In Egypt, traditional gender roles mean many women grow up without access to education. But change is coming. Small schools, established with the help of UNICEF, are opening their doors to both sexes, and young girls like Yusriya are grasping the opportunity to learn with both hands.
Deacon Patrick Moynihan is a missionary in Haiti who runs the Louverture Cleary School, offering a free secondary education to youth in this Port-au-Prince suburb. He believes that the way to rebuild Haiti is through providing education everywhere, no matter how bad the conditions may be.
Haiti faces the enormous challenge of recruiting qualified teachers and providing adequate infrastructure to students. The country has never had a strong tradition of universal public education. Meet the people who are fighting to create a new culture of education.
Teachers in Morocco need basic resources and up-to-date information to face the fifty-five percent illiteracy rate. UNESCO, the United Nations Educational Scientific and Cultural Organization, has joined forces with ITU, the International Telecommunications Union, to introduce electronic instruction via satellite technology for eleven thousand teachers.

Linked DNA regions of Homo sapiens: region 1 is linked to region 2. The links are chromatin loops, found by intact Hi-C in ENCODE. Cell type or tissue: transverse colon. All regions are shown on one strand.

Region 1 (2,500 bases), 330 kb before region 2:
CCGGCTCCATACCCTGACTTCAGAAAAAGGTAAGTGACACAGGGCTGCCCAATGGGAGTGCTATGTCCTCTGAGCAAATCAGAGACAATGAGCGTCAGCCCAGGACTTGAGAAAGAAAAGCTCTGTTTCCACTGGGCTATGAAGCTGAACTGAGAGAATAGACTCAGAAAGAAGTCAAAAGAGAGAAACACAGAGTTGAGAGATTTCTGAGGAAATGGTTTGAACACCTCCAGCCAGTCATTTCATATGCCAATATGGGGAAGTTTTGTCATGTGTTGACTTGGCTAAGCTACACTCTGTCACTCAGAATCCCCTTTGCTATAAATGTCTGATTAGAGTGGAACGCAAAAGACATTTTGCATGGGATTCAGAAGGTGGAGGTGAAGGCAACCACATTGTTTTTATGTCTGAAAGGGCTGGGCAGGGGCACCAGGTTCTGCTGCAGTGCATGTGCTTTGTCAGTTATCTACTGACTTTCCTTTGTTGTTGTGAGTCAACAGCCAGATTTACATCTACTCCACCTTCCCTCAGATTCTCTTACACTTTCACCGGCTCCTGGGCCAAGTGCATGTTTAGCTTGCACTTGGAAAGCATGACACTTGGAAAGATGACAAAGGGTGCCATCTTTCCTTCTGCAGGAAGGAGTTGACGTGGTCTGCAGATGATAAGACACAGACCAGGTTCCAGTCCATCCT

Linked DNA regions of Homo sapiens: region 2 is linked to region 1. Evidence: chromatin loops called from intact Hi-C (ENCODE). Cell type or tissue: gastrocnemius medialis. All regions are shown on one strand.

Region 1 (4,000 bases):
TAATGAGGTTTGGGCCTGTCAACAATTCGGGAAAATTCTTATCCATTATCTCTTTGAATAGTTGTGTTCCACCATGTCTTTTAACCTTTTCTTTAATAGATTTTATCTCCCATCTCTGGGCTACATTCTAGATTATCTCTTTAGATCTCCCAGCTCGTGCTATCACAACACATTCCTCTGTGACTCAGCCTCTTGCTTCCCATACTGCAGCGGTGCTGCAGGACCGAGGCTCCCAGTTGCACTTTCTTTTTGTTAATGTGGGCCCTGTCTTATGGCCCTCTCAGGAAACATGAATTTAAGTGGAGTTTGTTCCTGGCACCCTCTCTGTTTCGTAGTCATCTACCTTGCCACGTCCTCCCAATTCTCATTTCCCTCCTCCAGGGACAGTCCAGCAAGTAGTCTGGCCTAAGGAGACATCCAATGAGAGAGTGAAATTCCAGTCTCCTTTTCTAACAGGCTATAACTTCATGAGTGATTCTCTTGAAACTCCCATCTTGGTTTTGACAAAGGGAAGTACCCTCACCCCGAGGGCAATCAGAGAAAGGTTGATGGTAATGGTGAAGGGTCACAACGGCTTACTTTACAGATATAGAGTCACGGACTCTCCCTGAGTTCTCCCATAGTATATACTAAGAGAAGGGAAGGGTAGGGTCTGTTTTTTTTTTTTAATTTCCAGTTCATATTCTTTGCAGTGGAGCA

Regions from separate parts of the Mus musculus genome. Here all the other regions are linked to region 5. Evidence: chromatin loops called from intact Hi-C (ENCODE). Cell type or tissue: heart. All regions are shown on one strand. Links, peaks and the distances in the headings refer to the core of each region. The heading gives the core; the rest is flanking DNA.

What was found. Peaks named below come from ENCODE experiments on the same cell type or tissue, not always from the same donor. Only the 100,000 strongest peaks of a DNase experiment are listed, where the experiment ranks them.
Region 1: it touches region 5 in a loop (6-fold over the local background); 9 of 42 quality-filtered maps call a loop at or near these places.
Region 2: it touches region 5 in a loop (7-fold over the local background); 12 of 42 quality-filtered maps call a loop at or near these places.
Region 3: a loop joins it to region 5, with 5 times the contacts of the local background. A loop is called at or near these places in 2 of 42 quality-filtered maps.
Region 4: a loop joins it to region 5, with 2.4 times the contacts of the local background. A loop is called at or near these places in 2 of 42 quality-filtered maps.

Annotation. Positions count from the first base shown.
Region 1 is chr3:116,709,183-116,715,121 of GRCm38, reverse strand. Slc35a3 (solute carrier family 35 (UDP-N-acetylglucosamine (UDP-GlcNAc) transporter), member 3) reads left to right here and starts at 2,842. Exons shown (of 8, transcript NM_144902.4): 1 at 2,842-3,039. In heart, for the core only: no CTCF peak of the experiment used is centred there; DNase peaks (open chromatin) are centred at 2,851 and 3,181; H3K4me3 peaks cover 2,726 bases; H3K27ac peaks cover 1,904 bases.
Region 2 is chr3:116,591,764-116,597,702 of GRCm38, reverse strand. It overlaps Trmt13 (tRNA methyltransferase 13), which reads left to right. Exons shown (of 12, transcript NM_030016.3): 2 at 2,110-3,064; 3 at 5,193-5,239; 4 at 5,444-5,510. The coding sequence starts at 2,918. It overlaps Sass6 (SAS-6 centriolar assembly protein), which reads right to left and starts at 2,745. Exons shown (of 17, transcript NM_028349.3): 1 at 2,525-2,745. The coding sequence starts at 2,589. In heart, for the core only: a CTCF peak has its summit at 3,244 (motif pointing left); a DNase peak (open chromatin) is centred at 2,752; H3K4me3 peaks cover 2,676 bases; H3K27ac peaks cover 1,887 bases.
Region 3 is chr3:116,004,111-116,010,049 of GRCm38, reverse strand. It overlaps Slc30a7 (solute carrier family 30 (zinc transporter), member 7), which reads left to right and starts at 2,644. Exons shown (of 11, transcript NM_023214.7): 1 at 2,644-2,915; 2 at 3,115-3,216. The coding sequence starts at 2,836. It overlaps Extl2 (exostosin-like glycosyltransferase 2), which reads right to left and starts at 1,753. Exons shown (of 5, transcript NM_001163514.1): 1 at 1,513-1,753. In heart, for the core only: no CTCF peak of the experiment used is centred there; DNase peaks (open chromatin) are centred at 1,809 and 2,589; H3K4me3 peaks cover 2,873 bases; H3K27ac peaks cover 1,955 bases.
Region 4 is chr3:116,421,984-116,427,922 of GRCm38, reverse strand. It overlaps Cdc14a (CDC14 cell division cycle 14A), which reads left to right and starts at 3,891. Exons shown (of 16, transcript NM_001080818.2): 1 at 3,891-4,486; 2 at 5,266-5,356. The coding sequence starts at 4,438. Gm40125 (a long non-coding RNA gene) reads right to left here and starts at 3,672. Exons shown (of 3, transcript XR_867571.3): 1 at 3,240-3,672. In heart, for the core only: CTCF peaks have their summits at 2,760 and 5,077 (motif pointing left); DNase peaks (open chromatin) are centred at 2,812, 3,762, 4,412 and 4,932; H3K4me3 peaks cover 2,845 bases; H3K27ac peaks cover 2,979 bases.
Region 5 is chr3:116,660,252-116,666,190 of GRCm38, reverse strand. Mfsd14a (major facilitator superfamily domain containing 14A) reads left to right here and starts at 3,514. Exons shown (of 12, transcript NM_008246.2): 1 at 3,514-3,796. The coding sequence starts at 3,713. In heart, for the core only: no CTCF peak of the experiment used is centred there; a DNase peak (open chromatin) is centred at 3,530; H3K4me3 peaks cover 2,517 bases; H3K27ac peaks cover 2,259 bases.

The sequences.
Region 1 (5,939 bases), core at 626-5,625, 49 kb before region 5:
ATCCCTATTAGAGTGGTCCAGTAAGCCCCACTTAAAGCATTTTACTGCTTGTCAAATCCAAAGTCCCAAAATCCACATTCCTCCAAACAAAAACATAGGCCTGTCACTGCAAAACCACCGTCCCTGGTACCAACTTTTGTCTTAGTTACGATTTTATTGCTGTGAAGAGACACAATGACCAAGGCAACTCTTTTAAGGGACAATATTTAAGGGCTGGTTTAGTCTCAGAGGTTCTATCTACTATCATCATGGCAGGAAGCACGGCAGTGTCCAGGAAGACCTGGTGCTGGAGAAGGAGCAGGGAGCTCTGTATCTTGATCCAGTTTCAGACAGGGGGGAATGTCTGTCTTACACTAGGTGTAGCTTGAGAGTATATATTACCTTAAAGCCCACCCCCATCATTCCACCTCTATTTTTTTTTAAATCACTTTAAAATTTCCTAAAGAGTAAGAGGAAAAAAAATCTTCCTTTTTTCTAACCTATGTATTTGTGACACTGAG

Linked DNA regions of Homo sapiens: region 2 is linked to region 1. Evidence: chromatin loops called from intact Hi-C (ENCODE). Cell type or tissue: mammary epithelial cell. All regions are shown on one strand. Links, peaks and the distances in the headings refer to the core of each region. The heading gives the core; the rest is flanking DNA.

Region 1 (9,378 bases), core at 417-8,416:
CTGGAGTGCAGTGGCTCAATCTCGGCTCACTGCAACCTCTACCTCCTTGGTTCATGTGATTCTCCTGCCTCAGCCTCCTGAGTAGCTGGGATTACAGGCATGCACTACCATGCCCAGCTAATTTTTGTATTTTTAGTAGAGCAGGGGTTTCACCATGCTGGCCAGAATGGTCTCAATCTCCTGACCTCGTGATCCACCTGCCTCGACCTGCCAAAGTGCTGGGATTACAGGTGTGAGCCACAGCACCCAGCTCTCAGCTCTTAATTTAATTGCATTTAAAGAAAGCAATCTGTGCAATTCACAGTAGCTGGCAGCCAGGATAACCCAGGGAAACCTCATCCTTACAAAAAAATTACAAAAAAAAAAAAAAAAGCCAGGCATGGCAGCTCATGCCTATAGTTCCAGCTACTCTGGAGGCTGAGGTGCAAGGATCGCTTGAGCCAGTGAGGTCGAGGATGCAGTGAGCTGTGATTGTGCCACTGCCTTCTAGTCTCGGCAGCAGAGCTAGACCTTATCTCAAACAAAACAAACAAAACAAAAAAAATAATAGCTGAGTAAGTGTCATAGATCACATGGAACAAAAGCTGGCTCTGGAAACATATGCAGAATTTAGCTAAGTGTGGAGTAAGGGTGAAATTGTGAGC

The Baka indigenous people of Central Africa are oppressed and discriminated against by the Bantu majority. UNICEF and the Catholic Church are seeking to reverse this discrimination by starting at the foundation level: teaching Baka children the skills they need to succeed in school and society.
David Zamora Munoz attends a UNICEF-sponsored child-friendly school in Nicaragua. While many of its defining characteristics are things kids in developed countries take for granted -- gender equality, running water, a friendly atmosphere -- in Nicaragua the school is being seen as a model for the future of the country's education system.
What does it take to educate a girl? Framed by the United Nations global initiative to provide equal access to education for girls by 2015, To Educate a Girl takes a ground-up and visually stunning view of that effort through the eyes of girls in Nepal and Uganda who are out of school, starting school, or fighting against the odds to stay in school.